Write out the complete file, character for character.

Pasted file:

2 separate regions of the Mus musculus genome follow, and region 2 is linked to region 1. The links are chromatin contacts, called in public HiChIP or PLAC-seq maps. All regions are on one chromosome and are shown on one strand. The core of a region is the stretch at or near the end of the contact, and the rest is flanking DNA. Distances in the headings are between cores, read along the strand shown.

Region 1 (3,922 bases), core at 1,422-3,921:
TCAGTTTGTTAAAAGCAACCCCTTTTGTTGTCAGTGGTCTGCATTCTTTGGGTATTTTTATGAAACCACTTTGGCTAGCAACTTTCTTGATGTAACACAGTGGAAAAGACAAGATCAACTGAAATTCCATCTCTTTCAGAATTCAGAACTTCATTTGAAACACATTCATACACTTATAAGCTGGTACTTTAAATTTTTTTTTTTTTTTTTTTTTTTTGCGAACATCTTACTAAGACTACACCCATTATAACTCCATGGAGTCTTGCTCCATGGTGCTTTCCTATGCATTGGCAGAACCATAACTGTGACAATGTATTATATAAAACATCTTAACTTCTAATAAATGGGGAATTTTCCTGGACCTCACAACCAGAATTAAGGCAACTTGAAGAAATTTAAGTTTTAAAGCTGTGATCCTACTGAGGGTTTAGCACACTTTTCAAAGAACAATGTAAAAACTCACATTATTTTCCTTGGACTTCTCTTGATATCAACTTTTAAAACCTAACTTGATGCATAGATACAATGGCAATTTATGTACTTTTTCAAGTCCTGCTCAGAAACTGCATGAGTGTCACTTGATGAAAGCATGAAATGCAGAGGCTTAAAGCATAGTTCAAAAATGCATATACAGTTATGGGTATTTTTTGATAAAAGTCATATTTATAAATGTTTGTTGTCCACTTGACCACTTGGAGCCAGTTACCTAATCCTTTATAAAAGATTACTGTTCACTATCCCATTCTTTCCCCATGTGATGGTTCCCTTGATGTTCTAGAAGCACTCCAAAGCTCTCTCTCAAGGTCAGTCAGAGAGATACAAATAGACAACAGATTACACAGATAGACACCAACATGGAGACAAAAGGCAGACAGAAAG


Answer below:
2 separate regions of the Mus musculus genome follow, and region 2 is linked to region 1. The links are chromatin contacts, called in public HiChIP or PLAC-seq maps. All regions are on one chromosome and are shown on one strand. The core of a region is the stretch at or near the end of the contact, and the rest is flanking DNA. Distances in the headings are between cores, read along the strand shown.

Region 1 (3,922 bases), core at 1,422-3,921:
TCAGTTTGTTAAAAGCAACCCCTTTTGTTGTCAGTGGTCTGCATTCTTTGGGTATTTTTATGAAACCACTTTGGCTAGCAACTTTCTTGATGTAACACAGTGGAAAAGACAAGATCAACTGAAATTCCATCTCTTTCAGAATTCAGAACTTCATTTGAAACACATTCATACACTTATAAGCTGGTACTTTAAATTTTTTTTTTTTTTTTTTTTTTTTGCGAACATCTTACTAAGACTACACCCATTATAACTCCATGGAGTCTTGCTCCATGGTGCTTTCCTATGCATTGGCAGAACCATAACTGTGACAATGTATTATATAAAACATCTTAACTTCTAATAAATGGGGAATTTTCCTGGACCTCACAACCAGAATTAAGGCAACTTGAAGAAATTTAAGTTTTAAAGCTGTGATCCTACTGAGGGTTTAGCACACTTTTCAAAGAACAATGTAAAAACTCACATTATTTTCCTTGGACTTCTCTTGATATCAACTTTTAAAACCTAACTTGATGCATAGATACAATGGCAATTTATGTACTTTTTCAAGTCCTGCTCAGAAACTGCATGAGTGTCACTTGATGAAAGCATGAAATGCAGAGGCTTAAAGCATAGTTCAAAAATGCATATACAGTTATGGGTATTTTTTGATAAAAGTCATATTTATAAATGTTTGTTGTCCACTTGACCACTTGGAGCCAGTTACCTAATCCTTTATAAAAGATTACTGTTCACTATCCCATTCTTTCCCCATGTGATGGTTCCCTTGATGTTCTAGAAGCACTCCAAAGCTCTCTCTCAAGGTCAGTCAGAGAGATACAAATAGACAACAGATTACACAGATAGACACCAACATGGAGACAAAAGGCAGACAGAAAG